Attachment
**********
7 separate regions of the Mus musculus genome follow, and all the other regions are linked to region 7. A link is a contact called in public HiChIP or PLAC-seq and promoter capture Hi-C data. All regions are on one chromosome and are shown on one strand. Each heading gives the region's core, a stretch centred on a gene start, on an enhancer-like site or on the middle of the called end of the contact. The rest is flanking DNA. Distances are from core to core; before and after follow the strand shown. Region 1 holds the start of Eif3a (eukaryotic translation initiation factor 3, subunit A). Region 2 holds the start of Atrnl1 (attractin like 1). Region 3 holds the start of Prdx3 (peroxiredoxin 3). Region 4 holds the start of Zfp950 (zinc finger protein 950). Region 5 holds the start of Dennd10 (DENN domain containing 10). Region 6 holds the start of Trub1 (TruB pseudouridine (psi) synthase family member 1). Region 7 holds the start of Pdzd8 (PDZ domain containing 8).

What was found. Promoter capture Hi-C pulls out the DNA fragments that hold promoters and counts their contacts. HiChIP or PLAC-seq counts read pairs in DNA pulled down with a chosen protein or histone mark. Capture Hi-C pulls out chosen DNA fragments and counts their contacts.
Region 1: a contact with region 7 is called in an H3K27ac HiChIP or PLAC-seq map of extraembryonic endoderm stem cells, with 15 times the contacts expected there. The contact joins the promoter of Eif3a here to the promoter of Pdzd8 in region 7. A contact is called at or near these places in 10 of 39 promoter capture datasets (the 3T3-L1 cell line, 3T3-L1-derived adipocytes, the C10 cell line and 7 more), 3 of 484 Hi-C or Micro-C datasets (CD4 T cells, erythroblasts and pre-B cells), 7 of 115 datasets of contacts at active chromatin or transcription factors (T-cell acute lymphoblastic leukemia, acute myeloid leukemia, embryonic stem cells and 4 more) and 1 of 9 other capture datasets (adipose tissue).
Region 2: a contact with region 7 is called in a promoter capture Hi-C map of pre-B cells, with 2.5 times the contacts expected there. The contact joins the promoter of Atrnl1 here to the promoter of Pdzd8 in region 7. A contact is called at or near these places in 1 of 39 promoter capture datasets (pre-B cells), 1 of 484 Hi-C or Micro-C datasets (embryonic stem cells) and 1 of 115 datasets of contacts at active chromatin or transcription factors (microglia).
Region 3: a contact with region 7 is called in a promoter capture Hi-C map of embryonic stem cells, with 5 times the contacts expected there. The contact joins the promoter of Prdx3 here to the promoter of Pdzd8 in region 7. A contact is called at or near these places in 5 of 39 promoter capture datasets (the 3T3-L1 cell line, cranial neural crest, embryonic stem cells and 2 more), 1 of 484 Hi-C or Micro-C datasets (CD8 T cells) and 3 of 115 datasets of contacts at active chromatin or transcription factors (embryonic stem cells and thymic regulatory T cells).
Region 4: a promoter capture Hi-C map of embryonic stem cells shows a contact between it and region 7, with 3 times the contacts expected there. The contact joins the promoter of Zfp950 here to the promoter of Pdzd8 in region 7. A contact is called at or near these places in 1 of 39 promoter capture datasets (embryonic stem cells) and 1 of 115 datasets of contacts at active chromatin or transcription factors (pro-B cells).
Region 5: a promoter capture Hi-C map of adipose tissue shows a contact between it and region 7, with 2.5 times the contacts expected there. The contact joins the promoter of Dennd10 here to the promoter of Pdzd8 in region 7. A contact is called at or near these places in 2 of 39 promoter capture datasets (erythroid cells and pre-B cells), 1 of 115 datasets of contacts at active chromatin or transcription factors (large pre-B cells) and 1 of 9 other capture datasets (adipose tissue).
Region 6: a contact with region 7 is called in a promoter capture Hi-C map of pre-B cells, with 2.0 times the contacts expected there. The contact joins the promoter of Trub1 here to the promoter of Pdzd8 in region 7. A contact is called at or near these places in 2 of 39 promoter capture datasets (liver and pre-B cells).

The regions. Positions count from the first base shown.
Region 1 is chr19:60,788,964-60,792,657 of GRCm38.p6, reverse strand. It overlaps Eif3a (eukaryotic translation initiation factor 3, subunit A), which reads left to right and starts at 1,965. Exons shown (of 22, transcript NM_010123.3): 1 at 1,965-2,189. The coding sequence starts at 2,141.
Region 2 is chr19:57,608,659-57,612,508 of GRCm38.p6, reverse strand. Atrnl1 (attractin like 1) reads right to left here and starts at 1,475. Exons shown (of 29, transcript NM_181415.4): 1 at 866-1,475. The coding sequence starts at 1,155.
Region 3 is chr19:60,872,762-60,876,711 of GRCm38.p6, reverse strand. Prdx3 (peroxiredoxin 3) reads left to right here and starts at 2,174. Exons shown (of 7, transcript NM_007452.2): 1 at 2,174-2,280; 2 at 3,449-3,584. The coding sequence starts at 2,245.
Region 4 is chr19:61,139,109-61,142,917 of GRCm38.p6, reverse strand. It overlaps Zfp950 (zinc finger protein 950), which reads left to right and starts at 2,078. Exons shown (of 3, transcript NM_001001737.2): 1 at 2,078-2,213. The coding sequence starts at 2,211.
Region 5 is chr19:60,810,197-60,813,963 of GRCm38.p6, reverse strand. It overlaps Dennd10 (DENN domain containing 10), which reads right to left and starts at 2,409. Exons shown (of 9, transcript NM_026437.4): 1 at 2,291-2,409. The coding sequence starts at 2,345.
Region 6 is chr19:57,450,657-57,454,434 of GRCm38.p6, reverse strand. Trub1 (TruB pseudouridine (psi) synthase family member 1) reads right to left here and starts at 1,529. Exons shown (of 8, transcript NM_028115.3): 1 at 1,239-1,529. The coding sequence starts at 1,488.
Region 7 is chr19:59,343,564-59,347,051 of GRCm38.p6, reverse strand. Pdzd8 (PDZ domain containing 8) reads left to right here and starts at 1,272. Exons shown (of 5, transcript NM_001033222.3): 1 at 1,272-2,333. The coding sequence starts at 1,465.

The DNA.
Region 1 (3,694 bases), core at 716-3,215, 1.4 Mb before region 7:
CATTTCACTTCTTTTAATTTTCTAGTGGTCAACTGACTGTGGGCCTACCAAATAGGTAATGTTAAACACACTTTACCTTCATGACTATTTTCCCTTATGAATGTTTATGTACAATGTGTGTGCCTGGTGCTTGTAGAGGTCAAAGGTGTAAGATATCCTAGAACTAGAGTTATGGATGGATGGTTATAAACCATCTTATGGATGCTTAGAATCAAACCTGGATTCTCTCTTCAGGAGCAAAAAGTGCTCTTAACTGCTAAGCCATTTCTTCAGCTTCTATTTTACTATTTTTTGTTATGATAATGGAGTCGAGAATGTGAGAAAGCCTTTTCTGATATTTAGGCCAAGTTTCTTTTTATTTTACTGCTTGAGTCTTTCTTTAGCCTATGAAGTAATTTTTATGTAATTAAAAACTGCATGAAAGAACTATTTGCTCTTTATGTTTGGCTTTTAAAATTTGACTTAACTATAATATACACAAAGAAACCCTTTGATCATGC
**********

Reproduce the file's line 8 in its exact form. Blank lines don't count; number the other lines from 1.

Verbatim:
Region 6: a contact with region 7 is called in a promoter capture Hi-C map of pre-B cells, with 2.0 times the contacts expected there. The contact joins the promoter of Trub1 here to the promoter of Pdzd8 in region 7. A contact is called at or near these places in 2 of 39 promoter capture datasets (liver and pre-B cells).